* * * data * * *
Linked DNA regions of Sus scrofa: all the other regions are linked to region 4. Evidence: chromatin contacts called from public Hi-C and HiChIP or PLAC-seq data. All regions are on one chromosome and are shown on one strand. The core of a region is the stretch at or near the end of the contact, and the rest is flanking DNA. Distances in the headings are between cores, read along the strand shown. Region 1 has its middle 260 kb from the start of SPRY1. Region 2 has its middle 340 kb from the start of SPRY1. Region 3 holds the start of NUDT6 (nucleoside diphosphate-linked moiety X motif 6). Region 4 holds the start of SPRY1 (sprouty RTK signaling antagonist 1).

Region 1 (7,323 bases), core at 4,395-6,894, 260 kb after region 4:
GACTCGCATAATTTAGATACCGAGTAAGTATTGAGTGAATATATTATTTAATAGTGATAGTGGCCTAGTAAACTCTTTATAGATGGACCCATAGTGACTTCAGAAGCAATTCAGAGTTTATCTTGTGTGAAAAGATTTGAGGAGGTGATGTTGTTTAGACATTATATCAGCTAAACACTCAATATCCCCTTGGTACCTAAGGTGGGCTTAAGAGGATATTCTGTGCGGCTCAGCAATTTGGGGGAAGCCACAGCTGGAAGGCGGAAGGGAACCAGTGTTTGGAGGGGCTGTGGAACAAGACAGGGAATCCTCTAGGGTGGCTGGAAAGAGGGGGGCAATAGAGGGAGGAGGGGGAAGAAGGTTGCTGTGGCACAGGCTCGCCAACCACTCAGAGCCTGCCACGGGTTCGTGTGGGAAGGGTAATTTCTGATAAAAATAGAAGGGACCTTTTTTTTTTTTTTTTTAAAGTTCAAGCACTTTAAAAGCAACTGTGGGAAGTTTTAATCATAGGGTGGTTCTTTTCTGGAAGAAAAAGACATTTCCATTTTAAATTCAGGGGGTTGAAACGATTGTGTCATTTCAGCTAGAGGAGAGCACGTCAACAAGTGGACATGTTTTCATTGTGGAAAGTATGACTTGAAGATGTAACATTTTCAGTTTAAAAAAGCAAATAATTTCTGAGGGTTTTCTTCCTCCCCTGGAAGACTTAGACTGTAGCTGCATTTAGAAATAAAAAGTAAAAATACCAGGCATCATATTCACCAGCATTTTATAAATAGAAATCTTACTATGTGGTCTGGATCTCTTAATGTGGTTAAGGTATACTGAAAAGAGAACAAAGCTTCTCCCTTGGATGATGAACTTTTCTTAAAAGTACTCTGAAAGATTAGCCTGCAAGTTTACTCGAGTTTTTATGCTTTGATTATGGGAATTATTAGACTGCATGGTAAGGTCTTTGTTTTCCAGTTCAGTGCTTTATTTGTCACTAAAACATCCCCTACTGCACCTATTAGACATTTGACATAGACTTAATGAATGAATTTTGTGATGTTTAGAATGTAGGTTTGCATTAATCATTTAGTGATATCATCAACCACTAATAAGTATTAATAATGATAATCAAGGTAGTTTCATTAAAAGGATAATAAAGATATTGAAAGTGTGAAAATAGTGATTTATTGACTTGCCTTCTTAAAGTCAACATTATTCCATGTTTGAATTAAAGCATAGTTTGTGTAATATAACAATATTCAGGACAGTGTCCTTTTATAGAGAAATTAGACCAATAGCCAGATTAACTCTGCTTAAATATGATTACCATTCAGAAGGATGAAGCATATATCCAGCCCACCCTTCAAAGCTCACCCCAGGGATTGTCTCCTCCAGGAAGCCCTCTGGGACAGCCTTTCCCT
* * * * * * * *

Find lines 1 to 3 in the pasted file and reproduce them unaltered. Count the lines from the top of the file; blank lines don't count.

Linked DNA regions of Sus scrofa: all the other regions are linked to region 4. Evidence: chromatin contacts called from public Hi-C and HiChIP or PLAC-seq data. All regions are on one chromosome and are shown on one strand. The core of a region is the stretch at or near the end of the contact, and the rest is flanking DNA. Distances in the headings are between cores, read along the strand shown. Region 1 has its middle 260 kb from the start of SPRY1. Region 2 has its middle 340 kb from the start of SPRY1. Region 3 holds the start of NUDT6 (nucleoside diphosphate-linked moiety X motif 6). Region 4 holds the start of SPRY1 (sprouty RTK signaling antagonist 1).

Region 1 (7,323 bases), core at 4,395-6,894, 260 kb after region 4:
GACTCGCATAATTTAGATACCGAGTAAGTATTGAGTGAATATATTATTTAATAGTGATAGTGGCCTAGTAAACTCTTTATAGATGGACCCATAGTGACTTCAGAAGCAATTCAGAGTTTATCTTGTGTGAAAAGATTTGAGGAGGTGATGTTGTTTAGACATTATATCAGCTAAACACTCAATATCCCCTTGGTACCTAAGGTGGGCTTAAGAGGATATTCTGTGCGGCTCAGCAATTTGGGGGAAGCCACAGCTGGAAGGCGGAAGGGAACCAGTGTTTGGAGGGGCTGTGGAACAAGACAGGGAATCCTCTAGGGTGGCTGGAAAGAGGGGGGCAATAGAGGGAGGAGGGGGAAGAAGGTTGCTGTGGCACAGGCTCGCCAACCACTCAGAGCCTGCCACGGGTTCGTGTGGGAAGGGTAATTTCTGATAAAAATAGAAGGGACCTTTTTTTTTTTTTTTTTAAAGTTCAAGCACTTTAAAAGCAACTGTGGGAAGTTTTAATCATAGGGTGGTTCTTTTCTGGAAGAAAAAGACATTTCCATTTTAAATTCAGGGGGTTGAAACGATTGTGTCATTTCAGCTAGAGGAGAGCACGTCAACAAGTGGACATGTTTTCATTGTGGAAAGTATGACTTGAAGATGTAACATTTTCAGTTTAAAAAAGCAAATAATTTCTGAGGGTTTTCTTCCTCCCCTGGAAGACTTAGACTGTAGCTGCATTTAGAAATAAAAAGTAAAAATACCAGGCATCATATTCACCAGCATTTTATAAATAGAAATCTTACTATGTGGTCTGGATCTCTTAATGTGGTTAAGGTATACTGAAAAGAGAACAAAGCTTCTCCCTTGGATGATGAACTTTTCTTAAAAGTACTCTGAAAGATTAGCCTGCAAGTTTACTCGAGTTTTTATGCTTTGATTATGGGAATTATTAGACTGCATGGTAAGGTCTTTGTTTTCCAGTTCAGTGCTTTATTTGTCACTAAAACATCCCCTACTGCACCTATTAGACATTTGACATAGACTTAATGAATGAATTTTGTGATGTTTAGAATGTAGGTTTGCATTAATCATTTAGTGATATCATCAACCACTAATAAGTATTAATAATGATAATCAAGGTAGTTTCATTAAAAGGATAATAAAGATATTGAAAGTGTGAAAATAGTGATTTATTGACTTGCCTTCTTAAAGTCAACATTATTCCATGTTTGAATTAAAGCATAGTTTGTGTAATATAACAATATTCAGGACAGTGTCCTTTTATAGAGAAATTAGACCAATAGCCAGATTAACTCTGCTTAAATATGATTACCATTCAGAAGGATGAAGCATATATCCAGCCCACCCTTCAAAGCTCACCCCAGGGATTGTCTCCTCCAGGAAGCCCTCTGGGACAGCCTTTCCCT